Make sure what you are wearing does not clash nor blend in with background of your chosen interview location. You want the interviewer’s focus to be on you and what you are saying. Be sure to be fully addressed. No-one appreciates the ‘old college try’ of wearing no trousers or your PJ bottoms for an online video conference. You should act as if it were an in-person experience.

Wearing professional clothes from top to bottom will make you feel focused and confident. Your PJs rarely have the same effect. The old age slogan “Dress to Impress” is very much applicable here.

Step 5: Interruptions

Always prepare for the unexpected. Especially in 2020 with everyone at home, there is a good chance that interruptions could happen during your interview. To prepare for this, make sure you turn off your phone or put it on silent. Turn off the sound on apps (updates, email and social media notifications etc) which may pop up during the interview. Lock or close the door to the room you are in and communicate with your family members or roommates that you are on a call and are not to be interrupted.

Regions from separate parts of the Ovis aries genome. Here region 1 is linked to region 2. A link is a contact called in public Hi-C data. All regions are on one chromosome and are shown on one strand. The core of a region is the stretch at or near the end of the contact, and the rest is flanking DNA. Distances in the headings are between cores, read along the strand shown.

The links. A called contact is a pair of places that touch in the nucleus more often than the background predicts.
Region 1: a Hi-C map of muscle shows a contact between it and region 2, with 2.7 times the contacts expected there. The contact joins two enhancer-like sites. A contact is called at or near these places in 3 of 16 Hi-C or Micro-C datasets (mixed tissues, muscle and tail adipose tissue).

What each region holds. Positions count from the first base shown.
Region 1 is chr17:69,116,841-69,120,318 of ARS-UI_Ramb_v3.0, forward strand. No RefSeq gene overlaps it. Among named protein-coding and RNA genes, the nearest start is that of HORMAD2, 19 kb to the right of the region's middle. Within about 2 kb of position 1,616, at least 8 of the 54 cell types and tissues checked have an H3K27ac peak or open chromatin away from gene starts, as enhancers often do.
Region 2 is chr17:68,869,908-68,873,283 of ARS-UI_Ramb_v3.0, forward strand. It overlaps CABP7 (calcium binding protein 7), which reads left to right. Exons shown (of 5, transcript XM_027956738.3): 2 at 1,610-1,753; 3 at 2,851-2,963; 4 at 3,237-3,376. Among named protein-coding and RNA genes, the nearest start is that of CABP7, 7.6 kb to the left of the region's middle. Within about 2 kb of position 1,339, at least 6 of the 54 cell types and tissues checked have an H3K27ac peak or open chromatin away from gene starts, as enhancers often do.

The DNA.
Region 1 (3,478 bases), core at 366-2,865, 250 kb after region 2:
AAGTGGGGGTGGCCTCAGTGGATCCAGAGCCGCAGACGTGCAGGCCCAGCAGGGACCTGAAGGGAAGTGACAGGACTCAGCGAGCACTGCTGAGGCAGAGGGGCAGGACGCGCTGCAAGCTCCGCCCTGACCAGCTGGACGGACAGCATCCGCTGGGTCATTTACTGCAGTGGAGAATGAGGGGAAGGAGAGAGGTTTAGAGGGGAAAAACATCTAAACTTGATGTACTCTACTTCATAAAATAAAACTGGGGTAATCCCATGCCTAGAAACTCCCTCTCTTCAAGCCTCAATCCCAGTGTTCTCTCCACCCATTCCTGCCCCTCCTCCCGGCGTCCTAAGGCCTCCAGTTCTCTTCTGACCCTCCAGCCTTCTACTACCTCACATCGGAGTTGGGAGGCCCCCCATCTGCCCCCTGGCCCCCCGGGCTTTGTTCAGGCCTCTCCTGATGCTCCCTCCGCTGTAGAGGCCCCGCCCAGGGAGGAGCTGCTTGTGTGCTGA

Make sure, if you know, some delivery is due to be dropped off that you have someone who will sign for it while you are on the call. Make sure that any house pets, especially those that are particularly chatty, are out of the house or the room you are doing your interview in at the time.

Lastly, make sure if you are sharing Wi-Fi with others in your household that you ask them to refrain from going online for the duration of your interview in order to stop compromising the connection.

Step 6: Body Language

Something that is easy to forget during an online interview is the importance of your body language. You have to make sure you are aware of your non-verbal communication during the interview.

Make sure to look into the web camera, but don’t stare as it could be deemed intimidating. Speak clearly and calmly when you answer the interviewer’s questions. Due to video conferences unreliability make sure to take breaks and pauses in order to make sure they have heard you. Avoid making too many big hand movements or gestures.